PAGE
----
More than a game

A big week in sports, with three super-major accomplishments: The Blackhawks won the Stanley Cup, Golden State beat the LeBrons for the NBA title, and my son Jake’s team scored seven runs in the bottom of last inning for a 12-11 tournament win.

Man, do I love sports. The players, the stories, the adrenaline rush — it’s all good. My family’s typically not so into it, but as the Blackhawks clinched Game 6, I realized we were all on the couch cheering them on.

We were looking at jubilant players and raucous fans as I explained the traditions of the Cup and the playoffs in general. It was late and the kids were a little slap-happy, and I found myself frustrated they weren’t treating this moment with the reverence it deserved. This was the presentation of Lord Stanley’s Cup! This is honor and history — not, as Jacob put it, “a big silver wine glass.”

But if you’re ten years old, that’s exactly what it is. It’s a funny-shaped silver mug that bearded men lift over their heads as they skate around, having just played a game.

So when, and why, does that change? Why do sports mean so much to so many people?

Because they end.

Sport seasons are finite. They have a defined amount of time — whether we’re talking a game, a season, a tournament — to achieve a goal. There’s a defined set of rules to succeed. They win or they lose.

As fans, we’re passionate about the build-up and the drama around each phase, and we commit to it. We’re not even on the playing field. We find ourselves not just with favorite teams, but favorite players, rooting for their professional success, supporting them every chance we get. I will never meet Tramon Williams or Aaron Rodgers or Jordy Nelson, but that doesn’t stop me from having replica jerseys in my house. We identify with them.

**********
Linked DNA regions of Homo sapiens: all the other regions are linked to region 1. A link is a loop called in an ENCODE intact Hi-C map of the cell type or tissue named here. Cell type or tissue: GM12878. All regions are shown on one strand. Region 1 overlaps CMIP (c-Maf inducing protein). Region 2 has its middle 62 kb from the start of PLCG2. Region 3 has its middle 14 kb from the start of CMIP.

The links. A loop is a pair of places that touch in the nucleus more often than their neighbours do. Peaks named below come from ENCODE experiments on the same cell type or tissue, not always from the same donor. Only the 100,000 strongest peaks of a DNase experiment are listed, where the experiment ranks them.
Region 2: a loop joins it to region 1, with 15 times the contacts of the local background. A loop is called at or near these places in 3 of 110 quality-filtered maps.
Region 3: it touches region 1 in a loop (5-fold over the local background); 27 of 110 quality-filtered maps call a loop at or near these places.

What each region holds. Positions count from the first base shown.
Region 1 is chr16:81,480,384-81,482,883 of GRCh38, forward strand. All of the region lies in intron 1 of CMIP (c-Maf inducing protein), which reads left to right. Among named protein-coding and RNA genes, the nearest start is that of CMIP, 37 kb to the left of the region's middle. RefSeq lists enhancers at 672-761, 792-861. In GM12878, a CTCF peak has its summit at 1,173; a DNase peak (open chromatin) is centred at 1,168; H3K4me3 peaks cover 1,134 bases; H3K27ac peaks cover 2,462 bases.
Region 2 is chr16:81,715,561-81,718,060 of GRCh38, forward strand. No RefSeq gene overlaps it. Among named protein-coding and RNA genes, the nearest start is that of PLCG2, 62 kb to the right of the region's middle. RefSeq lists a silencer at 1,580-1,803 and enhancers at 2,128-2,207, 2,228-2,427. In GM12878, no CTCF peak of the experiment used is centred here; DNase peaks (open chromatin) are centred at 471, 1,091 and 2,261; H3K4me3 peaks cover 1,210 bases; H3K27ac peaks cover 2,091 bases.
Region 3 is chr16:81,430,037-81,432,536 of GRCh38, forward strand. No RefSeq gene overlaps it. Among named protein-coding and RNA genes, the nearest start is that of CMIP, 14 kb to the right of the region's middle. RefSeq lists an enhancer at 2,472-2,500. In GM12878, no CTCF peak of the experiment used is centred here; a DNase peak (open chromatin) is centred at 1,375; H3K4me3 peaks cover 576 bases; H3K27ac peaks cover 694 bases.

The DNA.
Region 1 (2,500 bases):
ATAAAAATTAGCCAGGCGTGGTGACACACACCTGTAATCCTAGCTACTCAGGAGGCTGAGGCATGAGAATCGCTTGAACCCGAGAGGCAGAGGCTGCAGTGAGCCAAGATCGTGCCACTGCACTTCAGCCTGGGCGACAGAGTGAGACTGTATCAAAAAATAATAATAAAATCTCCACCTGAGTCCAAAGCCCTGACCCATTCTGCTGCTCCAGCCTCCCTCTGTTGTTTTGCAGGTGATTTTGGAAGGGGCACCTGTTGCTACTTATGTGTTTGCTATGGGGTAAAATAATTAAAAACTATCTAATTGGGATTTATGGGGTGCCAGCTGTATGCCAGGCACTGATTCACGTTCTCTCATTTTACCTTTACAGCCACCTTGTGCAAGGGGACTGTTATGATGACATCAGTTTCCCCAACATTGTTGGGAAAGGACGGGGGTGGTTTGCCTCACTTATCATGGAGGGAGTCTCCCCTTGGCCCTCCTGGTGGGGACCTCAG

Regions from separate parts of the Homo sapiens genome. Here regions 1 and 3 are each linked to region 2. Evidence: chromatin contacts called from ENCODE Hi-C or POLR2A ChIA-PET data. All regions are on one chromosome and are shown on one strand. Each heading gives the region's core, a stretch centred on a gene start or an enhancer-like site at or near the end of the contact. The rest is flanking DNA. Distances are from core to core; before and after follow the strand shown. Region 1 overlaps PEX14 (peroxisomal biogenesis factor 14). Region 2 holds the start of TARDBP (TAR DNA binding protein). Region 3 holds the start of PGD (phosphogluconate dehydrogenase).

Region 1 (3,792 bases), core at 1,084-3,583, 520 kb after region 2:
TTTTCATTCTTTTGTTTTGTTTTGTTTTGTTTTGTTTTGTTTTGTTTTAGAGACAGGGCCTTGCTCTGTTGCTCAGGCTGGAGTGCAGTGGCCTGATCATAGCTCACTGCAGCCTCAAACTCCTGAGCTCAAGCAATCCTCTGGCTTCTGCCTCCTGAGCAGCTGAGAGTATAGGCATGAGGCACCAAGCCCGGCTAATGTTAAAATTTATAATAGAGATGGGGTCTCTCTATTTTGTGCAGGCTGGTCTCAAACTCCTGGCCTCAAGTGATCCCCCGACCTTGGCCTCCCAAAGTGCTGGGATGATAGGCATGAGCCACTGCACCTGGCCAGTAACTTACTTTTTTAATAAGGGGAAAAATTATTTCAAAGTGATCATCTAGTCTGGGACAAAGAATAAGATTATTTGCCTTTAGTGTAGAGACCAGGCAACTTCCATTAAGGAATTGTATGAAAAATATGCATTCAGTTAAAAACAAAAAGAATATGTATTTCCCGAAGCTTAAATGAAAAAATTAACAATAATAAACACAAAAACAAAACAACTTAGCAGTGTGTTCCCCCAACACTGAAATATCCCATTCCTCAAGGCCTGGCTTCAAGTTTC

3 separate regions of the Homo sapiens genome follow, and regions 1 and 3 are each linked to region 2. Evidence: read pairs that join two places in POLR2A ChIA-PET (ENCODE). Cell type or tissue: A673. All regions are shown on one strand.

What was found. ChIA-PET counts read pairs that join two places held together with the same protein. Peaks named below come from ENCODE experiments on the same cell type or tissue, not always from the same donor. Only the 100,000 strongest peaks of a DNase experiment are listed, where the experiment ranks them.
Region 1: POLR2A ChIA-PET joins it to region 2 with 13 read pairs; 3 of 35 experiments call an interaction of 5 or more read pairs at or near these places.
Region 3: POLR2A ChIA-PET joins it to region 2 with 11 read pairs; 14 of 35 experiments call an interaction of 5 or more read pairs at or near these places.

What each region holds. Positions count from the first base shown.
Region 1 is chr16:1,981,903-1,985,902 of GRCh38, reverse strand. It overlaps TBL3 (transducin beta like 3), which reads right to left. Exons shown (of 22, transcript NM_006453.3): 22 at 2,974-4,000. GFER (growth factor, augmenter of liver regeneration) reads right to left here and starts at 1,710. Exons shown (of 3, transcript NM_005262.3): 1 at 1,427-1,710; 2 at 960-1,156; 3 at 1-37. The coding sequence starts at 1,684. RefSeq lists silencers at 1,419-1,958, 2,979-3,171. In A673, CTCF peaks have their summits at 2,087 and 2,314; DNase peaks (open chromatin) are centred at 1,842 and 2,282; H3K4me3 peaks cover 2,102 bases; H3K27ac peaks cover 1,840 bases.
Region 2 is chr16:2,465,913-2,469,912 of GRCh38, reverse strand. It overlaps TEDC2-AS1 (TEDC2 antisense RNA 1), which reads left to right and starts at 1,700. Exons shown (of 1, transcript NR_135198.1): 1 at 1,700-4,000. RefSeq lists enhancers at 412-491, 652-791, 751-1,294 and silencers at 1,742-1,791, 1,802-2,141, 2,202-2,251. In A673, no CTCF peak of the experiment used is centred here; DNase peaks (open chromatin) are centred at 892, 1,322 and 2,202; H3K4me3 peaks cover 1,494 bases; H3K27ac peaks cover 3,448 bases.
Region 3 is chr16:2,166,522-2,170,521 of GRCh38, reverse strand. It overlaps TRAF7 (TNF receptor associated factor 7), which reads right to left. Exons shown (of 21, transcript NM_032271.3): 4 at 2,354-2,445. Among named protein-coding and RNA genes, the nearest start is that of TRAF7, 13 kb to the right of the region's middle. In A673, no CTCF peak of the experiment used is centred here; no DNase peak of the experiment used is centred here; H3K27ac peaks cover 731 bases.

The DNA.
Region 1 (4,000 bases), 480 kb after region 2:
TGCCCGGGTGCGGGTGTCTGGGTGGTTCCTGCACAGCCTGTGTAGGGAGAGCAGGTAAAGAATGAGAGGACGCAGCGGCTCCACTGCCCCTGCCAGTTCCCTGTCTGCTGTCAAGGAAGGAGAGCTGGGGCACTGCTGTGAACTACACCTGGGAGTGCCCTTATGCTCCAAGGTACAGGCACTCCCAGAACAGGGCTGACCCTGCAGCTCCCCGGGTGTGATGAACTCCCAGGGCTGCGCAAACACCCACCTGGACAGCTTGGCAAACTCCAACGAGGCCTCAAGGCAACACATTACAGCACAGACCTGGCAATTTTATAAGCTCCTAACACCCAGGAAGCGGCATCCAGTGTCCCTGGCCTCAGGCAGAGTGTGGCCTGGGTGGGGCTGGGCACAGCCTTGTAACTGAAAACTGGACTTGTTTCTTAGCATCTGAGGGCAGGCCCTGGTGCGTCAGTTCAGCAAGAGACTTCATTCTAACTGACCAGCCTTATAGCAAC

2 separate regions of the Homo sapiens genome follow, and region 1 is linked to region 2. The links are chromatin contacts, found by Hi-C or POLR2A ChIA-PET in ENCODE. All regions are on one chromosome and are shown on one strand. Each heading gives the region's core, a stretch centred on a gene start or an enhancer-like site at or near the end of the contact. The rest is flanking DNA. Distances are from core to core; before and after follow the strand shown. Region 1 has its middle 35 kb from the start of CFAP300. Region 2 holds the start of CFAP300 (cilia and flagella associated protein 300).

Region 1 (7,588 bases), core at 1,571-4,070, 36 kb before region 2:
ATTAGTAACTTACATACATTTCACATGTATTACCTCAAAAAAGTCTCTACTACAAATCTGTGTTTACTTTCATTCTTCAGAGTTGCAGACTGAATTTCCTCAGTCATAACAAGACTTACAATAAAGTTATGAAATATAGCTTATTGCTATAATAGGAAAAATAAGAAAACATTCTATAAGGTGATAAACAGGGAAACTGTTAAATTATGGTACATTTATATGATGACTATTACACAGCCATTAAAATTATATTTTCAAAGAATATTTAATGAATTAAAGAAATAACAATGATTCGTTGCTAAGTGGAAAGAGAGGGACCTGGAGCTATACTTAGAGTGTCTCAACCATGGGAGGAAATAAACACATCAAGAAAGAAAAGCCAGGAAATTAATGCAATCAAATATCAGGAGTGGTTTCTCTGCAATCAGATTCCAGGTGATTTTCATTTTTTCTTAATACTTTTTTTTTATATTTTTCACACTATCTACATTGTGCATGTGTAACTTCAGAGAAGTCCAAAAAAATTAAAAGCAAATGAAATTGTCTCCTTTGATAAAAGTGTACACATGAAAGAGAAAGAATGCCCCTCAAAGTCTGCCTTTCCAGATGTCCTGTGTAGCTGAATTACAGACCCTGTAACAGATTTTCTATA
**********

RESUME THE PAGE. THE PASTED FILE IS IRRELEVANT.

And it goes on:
You know who I don’t display that exuberance for? Me. Or my coworkers. That would be silly, right? I’ll see my coworkers tomorrow and the next day, always. Eventually they or even I may leave for new jobs, but the routine is ultimately the same: Forty- or fifty-some years of professional achievement, because that’s life, and that’s what we expect to happen every day for forever.

As a wise man once sang, forever’s a mighty long time. What if we consciously measured that time differently? What if we worked for a season, not the duration of our lives? What if we could look at a professional scoreboard and knew if we won or lost? Would we gear up for work differently, with better focus on the day-to-day? Could it make us more effective, working harder for shorter sprints? Would we need someone to root against as much as we need to cheer ourselves on? (Most importantly: Would we get jerseys? Of our co-workers?? Could I get a #47 Berrones home jersey?!)

We work as we live our lives, expecting there’s always a tomorrow. Sports teams can’t afford to do that.

And we love them for it.

Leave a Reply

Your email address will not be published. Required fields are marked *